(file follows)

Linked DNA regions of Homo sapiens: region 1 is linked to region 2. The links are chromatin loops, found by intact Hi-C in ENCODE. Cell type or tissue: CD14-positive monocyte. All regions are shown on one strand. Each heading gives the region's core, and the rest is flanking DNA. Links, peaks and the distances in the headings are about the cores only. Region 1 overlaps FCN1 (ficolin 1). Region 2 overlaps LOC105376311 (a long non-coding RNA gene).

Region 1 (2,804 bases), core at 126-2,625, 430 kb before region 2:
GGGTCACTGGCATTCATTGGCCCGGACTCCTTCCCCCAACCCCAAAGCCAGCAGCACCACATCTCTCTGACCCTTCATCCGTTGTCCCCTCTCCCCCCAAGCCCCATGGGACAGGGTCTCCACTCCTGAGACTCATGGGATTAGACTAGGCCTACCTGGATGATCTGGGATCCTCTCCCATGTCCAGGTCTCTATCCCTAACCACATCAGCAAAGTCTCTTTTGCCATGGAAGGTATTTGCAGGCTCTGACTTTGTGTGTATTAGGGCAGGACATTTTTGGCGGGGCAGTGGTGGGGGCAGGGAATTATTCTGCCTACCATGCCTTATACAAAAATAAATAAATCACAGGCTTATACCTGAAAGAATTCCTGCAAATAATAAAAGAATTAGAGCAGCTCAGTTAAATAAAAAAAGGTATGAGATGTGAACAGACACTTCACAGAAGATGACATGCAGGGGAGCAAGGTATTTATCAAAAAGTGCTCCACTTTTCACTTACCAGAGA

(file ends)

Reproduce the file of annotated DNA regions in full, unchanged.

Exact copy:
Linked DNA regions of Homo sapiens: region 1 is linked to region 2. The links are chromatin loops, found by intact Hi-C in ENCODE. Cell type or tissue: CD14-positive monocyte. All regions are shown on one strand. Each heading gives the region's core, and the rest is flanking DNA. Links, peaks and the distances in the headings are about the cores only. Region 1 overlaps FCN1 (ficolin 1). Region 2 overlaps LOC105376311 (a long non-coding RNA gene).

Region 1 (2,804 bases), core at 126-2,625, 430 kb before region 2:
GGGTCACTGGCATTCATTGGCCCGGACTCCTTCCCCCAACCCCAAAGCCAGCAGCACCACATCTCTCTGACCCTTCATCCGTTGTCCCCTCTCCCCCCAAGCCCCATGGGACAGGGTCTCCACTCCTGAGACTCATGGGATTAGACTAGGCCTACCTGGATGATCTGGGATCCTCTCCCATGTCCAGGTCTCTATCCCTAACCACATCAGCAAAGTCTCTTTTGCCATGGAAGGTATTTGCAGGCTCTGACTTTGTGTGTATTAGGGCAGGACATTTTTGGCGGGGCAGTGGTGGGGGCAGGGAATTATTCTGCCTACCATGCCTTATACAAAAATAAATAAATCACAGGCTTATACCTGAAAGAATTCCTGCAAATAATAAAAGAATTAGAGCAGCTCAGTTAAATAAAAAAAGGTATGAGATGTGAACAGACACTTCACAGAAGATGACATGCAGGGGAGCAAGGTATTTATCAAAAAGTGCTCCACTTTTCACTTACCAGAGA